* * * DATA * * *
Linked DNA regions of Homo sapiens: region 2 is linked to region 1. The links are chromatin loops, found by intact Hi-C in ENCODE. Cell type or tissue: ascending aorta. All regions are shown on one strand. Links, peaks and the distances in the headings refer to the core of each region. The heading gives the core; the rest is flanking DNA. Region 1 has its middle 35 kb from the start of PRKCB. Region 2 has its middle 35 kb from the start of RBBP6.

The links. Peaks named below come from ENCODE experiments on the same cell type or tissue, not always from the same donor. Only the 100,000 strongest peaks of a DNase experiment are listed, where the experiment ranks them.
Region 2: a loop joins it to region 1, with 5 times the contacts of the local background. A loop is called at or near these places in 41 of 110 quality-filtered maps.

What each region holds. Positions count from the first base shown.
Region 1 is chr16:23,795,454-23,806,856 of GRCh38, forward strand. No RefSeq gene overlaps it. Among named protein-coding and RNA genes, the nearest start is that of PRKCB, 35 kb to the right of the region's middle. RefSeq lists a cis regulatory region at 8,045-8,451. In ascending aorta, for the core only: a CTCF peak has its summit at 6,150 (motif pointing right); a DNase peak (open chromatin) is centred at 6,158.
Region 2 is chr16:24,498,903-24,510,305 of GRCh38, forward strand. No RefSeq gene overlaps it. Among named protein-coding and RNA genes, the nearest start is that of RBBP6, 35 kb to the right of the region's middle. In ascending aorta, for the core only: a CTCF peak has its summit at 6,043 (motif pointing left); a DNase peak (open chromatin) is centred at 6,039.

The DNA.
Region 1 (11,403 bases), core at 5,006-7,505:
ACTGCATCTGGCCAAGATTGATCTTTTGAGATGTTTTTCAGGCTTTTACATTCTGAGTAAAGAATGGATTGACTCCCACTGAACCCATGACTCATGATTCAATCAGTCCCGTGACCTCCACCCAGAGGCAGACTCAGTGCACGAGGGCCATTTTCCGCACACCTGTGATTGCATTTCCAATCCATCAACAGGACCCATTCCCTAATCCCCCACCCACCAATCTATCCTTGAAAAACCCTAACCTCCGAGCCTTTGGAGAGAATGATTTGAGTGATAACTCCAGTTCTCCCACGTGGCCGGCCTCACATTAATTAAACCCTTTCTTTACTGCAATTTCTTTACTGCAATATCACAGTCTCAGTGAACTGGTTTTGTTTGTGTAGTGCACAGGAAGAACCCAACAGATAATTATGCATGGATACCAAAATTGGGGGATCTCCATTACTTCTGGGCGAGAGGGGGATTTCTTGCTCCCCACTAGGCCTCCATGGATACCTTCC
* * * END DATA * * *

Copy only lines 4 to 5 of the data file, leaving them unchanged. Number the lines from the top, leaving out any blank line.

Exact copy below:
What each region holds. Positions count from the first base shown.
Region 1 is chr16:23,795,454-23,806,856 of GRCh38, forward strand. No RefSeq gene overlaps it. Among named protein-coding and RNA genes, the nearest start is that of PRKCB, 35 kb to the right of the region's middle. RefSeq lists a cis regulatory region at 8,045-8,451. In ascending aorta, for the core only: a CTCF peak has its summit at 6,150 (motif pointing right); a DNase peak (open chromatin) is centred at 6,158.